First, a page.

Sandy and I talked a lot about the ending of Logos, and how customers feel about it. So many have expressed regret and said this was their favorite store in town. One woman said she comes and buys a book every week. The future of Logos is uncertain. What is certain is that Susan and Peter are leaving. They are talking with Friends of the Pubic Library about maybe taking it over. Customers offer suggestions like maybe one of the volunteers take it over, but I think that highly unlikely. We'll see, but what is certain is that this is going to be a big blow to Doctors Without Borders and Save the Children, for whom Logos has raised money during its life.
The first customer, a guy with a flowered backpack bought 2 bargain books and 2 psychology books (one about Freud) Our credit card machine broke and couldn't be used, so I could only accept cash and he had to go across the street to the ATM machine to get money.
A woman looking like America Ferreira browsed for a very long time before flashing me a big smile, waving, and leaving.
The first donor arrived with two bags of books, shocked to learn that store was closing. I told her negotiations were going with the Friends of the Public Library. She said she donates to both Logos and Friends, but when she has more expensive books to donate, she brings them to Logos because she's afraid people would buy them from Friends for a small amount and make money by selling them on eBay, It was she who suggested one of the volunteers take over.
Right after she left a guy arrived with two boxes of books. He knew that the store was closing and that this was his last chance to donate, but he, too, expressed sadness.
A young couple came in. The woman had long blonde hair and a filmy skirt that left nothing to the imagination when the light shined through it. The guy had grey shorts with accents that looked like they could have been made with duct tape.
Another couple came in. The guy wore a salmon colored shirt with "staff" printed in the front, but I couldn't get close enough to him to see what he was part of the staff of There was a logo on the back that said UTILA, which didn't help at all.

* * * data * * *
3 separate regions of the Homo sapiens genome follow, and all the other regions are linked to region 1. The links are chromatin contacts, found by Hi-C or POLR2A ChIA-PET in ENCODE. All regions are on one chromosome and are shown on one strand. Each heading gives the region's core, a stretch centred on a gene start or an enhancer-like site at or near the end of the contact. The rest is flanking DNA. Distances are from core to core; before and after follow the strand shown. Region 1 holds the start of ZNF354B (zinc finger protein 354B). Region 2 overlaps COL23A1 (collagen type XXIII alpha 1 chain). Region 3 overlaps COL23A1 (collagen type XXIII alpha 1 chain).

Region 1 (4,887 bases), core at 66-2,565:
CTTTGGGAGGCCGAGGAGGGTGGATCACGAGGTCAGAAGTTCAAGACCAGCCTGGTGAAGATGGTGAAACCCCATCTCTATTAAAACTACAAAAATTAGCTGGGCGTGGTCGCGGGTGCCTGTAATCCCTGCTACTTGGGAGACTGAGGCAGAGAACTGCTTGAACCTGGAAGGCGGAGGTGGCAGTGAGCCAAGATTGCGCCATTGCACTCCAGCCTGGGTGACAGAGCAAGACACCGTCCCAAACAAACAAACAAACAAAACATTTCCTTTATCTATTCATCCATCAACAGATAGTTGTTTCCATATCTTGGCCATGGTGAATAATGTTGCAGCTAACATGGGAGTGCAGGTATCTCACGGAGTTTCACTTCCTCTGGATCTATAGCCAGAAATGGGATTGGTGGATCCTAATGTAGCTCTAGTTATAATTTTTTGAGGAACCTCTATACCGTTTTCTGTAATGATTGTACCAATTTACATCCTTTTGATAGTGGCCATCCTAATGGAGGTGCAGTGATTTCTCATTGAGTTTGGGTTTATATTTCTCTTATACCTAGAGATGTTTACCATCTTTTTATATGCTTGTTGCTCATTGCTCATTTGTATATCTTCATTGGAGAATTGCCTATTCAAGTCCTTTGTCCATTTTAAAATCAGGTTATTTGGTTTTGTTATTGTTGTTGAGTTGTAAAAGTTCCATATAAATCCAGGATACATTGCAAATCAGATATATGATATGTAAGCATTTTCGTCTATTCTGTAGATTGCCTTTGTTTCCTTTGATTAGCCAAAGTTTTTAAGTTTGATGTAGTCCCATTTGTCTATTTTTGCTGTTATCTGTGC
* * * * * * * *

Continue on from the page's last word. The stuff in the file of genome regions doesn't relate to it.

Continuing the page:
I decided I didn't like the book I had brought to read, so went looking on the shelves. I picked up a book called "Eats Along the Equator, which I thought an odd title, but I saw it was about a boat trip on the Congo river in Zaire, and since we have friends from Zaire, it would be interesting to read. It wasn't until I was taking a picture of the book to include here that I realized that I had a dyslexia moment and the word wasn't "Eats" at all.
It is an interesting book, but something I am unlikely to read at home, but also not a book likely to be snapped up by customers, so I put it back on the shelf at the end of the day, with a bookmark. I expect it to still be there when I go to work next week.
A woman with snow white hair bought an art book and, as an afterthought, bought a blank card by photographer Sandy Garett, which we also sell for her. She photographs birds, plants, and insects found in nature around Davis.
I once bought one of her ladybug cards to send to Lacie, who is sometimes referred to as "Laciebug." I would buy others, but they are $3.50 each.
I was into my book when I looked up and saw a big butt staring me in the face. It was a heavyset man with thick legs ending in brown shoes with white socks. I don't know what books he was checking out but he stood up and left, so I never saw him. He was wearing a red baseball cap and I was wondering if it had "Make America Great" again on it, but I couldn't see.